Retirees have a few things to consider as they approach the end of the year and prep their finances for 2022.

Markets were dynamic throughout the year, driven by a robust recovery from pandemic-driven lows in 2020. Prices and inflation expectations have also risen in step with the buzzing economy. And as Congress reconvenes there’s some uncertainty swirling around potential tax law changes.

There are a host of reasons to conduct a quick check-in on your retirement goals and the financial plan you’ve crafted to achieve them. This is an opportune time to check in with your financial advisor or representative to tie loose ends from 2021 together and prep for 2022. Ensure your income plan is keeping pace with rising prices, for example, or ask whether you may have additional tax risk exposure with new policy proposals. Years of financial planning and saving have set you up to get the most out of your retirement, and these year-end check-ups can help you do just that.

Meantime, here are a few other housekeeping items worth tending to at year end to keep your retirement plan driving forward.

Determine if you need to take an RMD: A Required Minimum Distribution (RMD), is a minimum amount of money that you must withdraw from employer-sponsored retirement accounts and individual IRAs. Generally, you’re required to begin taking RMDs by April 1 the year after you turn 72. Every year after that, you’ll want to take your RMDs before Dec. 31 to avoid penalties.

Consider a Qualified Charitable Distribution (QCD): If you don’t need the money from your RMD, you can gift up to $100,000 to charity annually and it all counts toward your RMD. A QCD isn’t taxable as income, but you also won’t get a charitable deduction. You’ll want to talk with a tax professional if the scenario may work for you.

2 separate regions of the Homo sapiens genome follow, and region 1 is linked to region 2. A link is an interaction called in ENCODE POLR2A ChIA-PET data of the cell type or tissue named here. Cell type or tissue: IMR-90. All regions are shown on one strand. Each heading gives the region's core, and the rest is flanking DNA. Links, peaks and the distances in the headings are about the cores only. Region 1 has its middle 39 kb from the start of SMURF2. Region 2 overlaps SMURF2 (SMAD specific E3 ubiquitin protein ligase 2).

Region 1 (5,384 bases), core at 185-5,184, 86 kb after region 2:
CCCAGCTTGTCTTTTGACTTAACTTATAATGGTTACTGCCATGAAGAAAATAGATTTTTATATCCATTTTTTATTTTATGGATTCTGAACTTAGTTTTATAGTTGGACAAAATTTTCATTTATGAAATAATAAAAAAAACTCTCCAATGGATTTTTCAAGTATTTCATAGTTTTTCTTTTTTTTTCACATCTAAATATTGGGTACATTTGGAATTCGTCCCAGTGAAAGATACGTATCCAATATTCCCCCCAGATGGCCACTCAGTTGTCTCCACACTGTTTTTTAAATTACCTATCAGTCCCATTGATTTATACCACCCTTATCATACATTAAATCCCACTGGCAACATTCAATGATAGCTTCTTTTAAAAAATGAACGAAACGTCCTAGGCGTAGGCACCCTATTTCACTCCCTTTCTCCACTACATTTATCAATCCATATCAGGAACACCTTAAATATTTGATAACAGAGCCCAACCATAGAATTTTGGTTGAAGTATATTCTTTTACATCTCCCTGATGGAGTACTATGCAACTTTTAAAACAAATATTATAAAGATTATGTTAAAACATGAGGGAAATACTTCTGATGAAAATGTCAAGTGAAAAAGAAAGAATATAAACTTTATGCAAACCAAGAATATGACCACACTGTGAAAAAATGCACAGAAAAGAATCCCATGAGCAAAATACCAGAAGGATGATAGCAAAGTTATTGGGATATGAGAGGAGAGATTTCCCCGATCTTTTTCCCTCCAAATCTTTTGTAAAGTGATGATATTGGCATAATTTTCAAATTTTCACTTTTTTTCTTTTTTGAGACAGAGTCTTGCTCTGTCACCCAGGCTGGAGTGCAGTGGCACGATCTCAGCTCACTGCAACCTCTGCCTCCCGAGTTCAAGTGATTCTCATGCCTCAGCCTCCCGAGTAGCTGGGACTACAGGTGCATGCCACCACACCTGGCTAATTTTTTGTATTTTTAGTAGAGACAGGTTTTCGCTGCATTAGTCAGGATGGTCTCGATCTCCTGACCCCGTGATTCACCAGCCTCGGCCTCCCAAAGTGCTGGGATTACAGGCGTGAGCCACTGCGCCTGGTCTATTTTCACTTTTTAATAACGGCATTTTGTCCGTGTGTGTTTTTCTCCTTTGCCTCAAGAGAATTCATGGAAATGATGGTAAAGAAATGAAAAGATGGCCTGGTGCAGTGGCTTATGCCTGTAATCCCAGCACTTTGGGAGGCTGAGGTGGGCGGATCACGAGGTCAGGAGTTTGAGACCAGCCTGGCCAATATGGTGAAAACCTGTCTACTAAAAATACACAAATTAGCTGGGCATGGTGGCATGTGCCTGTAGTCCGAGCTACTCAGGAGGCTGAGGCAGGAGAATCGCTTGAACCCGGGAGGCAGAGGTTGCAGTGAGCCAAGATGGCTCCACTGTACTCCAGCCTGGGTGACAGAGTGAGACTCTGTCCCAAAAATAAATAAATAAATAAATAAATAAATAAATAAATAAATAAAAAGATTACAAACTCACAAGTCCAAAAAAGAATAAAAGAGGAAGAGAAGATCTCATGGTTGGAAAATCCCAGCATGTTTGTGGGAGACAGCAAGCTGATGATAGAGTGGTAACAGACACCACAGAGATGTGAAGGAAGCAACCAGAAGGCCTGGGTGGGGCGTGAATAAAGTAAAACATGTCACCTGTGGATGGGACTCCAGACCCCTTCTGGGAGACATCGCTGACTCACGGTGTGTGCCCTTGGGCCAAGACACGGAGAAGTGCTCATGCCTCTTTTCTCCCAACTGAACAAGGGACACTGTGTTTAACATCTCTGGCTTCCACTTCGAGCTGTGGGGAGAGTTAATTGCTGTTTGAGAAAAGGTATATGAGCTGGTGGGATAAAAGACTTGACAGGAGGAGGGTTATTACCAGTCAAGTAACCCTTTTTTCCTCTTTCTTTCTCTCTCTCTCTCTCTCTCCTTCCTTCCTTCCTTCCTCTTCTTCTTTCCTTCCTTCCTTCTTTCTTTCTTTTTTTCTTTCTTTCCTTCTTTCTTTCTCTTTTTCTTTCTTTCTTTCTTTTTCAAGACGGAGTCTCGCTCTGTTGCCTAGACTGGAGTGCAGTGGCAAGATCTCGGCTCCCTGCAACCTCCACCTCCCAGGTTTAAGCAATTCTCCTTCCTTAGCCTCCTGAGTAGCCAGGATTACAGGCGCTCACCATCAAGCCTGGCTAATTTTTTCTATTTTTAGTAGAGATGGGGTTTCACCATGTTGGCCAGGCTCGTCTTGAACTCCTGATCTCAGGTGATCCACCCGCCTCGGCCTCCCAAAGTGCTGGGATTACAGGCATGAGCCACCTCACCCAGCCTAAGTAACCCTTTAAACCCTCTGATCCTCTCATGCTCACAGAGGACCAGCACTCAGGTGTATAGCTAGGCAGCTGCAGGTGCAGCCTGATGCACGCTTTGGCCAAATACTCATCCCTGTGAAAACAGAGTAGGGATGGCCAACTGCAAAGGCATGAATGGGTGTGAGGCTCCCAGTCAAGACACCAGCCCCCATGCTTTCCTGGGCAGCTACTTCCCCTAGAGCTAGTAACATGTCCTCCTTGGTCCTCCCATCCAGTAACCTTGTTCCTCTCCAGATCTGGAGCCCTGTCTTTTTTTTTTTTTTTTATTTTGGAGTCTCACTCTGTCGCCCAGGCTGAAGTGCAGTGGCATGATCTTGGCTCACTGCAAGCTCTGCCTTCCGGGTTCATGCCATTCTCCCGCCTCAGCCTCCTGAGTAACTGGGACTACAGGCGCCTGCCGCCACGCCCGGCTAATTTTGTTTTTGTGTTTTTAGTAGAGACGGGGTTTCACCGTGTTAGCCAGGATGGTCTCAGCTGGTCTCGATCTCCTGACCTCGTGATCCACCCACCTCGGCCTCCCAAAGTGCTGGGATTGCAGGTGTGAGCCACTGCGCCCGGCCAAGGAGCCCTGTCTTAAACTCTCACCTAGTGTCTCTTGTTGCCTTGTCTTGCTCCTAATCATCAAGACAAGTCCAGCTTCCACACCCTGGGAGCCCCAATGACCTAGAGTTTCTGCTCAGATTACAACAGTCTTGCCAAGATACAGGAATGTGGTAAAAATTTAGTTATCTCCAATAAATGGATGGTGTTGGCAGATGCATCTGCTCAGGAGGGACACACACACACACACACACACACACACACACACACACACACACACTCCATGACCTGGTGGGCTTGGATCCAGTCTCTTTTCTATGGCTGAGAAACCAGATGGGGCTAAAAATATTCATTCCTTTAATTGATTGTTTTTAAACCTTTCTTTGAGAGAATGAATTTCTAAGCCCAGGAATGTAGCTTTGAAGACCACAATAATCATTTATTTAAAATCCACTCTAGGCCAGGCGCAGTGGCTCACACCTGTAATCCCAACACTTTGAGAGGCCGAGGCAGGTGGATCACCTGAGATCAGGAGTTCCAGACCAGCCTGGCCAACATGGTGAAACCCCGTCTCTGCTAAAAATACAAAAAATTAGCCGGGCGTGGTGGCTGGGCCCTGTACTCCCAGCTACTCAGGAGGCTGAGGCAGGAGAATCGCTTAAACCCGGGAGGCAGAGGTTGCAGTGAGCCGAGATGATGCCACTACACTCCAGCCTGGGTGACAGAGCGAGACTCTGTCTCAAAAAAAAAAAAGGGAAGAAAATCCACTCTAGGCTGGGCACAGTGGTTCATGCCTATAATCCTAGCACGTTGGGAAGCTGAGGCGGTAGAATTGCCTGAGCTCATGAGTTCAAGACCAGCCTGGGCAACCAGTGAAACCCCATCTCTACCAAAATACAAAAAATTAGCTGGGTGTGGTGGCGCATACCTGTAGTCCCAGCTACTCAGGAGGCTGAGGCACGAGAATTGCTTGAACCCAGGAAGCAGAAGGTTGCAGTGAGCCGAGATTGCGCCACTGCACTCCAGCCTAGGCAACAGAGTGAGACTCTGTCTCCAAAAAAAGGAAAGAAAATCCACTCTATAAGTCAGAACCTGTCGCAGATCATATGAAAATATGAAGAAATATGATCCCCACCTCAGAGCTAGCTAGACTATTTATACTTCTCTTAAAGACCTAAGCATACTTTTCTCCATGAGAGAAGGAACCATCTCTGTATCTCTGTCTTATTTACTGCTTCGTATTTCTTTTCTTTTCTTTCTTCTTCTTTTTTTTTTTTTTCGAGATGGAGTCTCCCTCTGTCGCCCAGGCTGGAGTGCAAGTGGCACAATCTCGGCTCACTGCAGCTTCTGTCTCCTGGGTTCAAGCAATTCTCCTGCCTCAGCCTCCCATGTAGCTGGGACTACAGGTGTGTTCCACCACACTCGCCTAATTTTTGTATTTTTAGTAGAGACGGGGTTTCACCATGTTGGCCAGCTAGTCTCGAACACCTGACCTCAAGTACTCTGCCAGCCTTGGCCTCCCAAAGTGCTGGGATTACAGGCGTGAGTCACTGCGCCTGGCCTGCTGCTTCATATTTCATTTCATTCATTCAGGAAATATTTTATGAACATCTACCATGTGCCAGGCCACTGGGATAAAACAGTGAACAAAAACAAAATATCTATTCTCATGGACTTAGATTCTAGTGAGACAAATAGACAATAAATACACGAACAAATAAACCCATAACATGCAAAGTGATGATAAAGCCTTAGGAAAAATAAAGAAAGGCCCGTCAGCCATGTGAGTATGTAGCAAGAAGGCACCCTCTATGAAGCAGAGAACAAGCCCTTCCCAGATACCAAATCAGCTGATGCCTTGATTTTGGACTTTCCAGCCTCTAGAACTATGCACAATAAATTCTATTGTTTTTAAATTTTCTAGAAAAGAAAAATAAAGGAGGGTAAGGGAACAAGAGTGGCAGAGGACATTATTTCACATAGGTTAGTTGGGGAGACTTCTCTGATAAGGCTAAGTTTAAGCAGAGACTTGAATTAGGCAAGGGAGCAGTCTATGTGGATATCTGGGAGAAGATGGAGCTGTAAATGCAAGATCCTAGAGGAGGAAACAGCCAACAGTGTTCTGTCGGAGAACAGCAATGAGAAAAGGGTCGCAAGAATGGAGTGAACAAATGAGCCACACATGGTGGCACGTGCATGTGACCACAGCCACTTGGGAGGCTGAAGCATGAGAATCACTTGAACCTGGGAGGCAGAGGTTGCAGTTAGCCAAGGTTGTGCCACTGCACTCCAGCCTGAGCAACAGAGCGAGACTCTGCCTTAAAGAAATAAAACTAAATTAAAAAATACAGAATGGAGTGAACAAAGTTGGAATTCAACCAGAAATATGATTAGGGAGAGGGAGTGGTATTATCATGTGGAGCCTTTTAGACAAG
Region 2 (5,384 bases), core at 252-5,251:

Keep wills and trusts up to date: Review your wills and/or revocable living trust to ensure you have the appropriate executors, trustees and guardians in place heading into 2022. Also, you’ll want to make sure your beneficiaries are up to date — especially if you’ve welcomed a grandkid or two to the family. Remember, an estate plan is incredibly practical even if you don’t have extensive wealth. Everyone, regardless of net worth, should have one in place.

Rebalance your portfolio: Market leadership shifted a few times in 2021, and inflation starting rising. Given changes to the market and economy, your exposure to stocks, bonds or other assets may not line up with your preferred level of risk. In retirement, it’s still important to own stocks, bonds, and other assets in your portfolio to generate income and leave you the potential for growth1. Rebalancing your portfolio brings your asset allocation back in line with your comfort level.

Review annual and lifetime giving: You may want to consider giving income-producing assets to children in lower income brackets to reduce the family’s overall tax burden. If you have a large estate, you may want to take advantage of favorable current tax exemptions to make large gifts to dynasty trusts that can endure for multiple generations. The 2017 tax law effectively doubled the gift, estate and generation-skipping transfer (GST) tax exemptions. However, that may not be the case if tax policies are altered in the future, and as of this writing Congress was set to review tax policy within weeks. While legislative outcomes may be uncertain, there are proactive steps you can take if you’re concerned about estate tax changes, for example. This may be as good of time as ever to think about ways to reduce your federal estate tax burden2.

Update your budget: Review your 2021 spending and build your budget for 2022. Sticking to a budget can help you understand where your money is going and if it's time to eliminate some expenses that may not be as important to you. You can build in any big-ticket expenses you anticipate in the coming year — medical procedures, travel, etc. Budgeting in retirement is important, given you’re living on the savings you’ve amassed as well as other guaranteed, fixed income streams. Balancing spending with your savings will help you make your money go farther, while making sure you’re able to spend on the things that are important today.

The end of the year can be a busy time for family and travel, but don’t let some of these key financial tasks slip through the cracks. Reach out to a financial advisor or representative if you’ve got questions about any of the tips above, or if you’d like to get the ball rolling get a head start on 2022.

1No investment strategy can guarantee a profit or protect against a loss.

2This publication is not intended as legal or tax advice. Financial Representatives do not render tax advice. Consult with a tax professional for tax advice that is specific to your situation.

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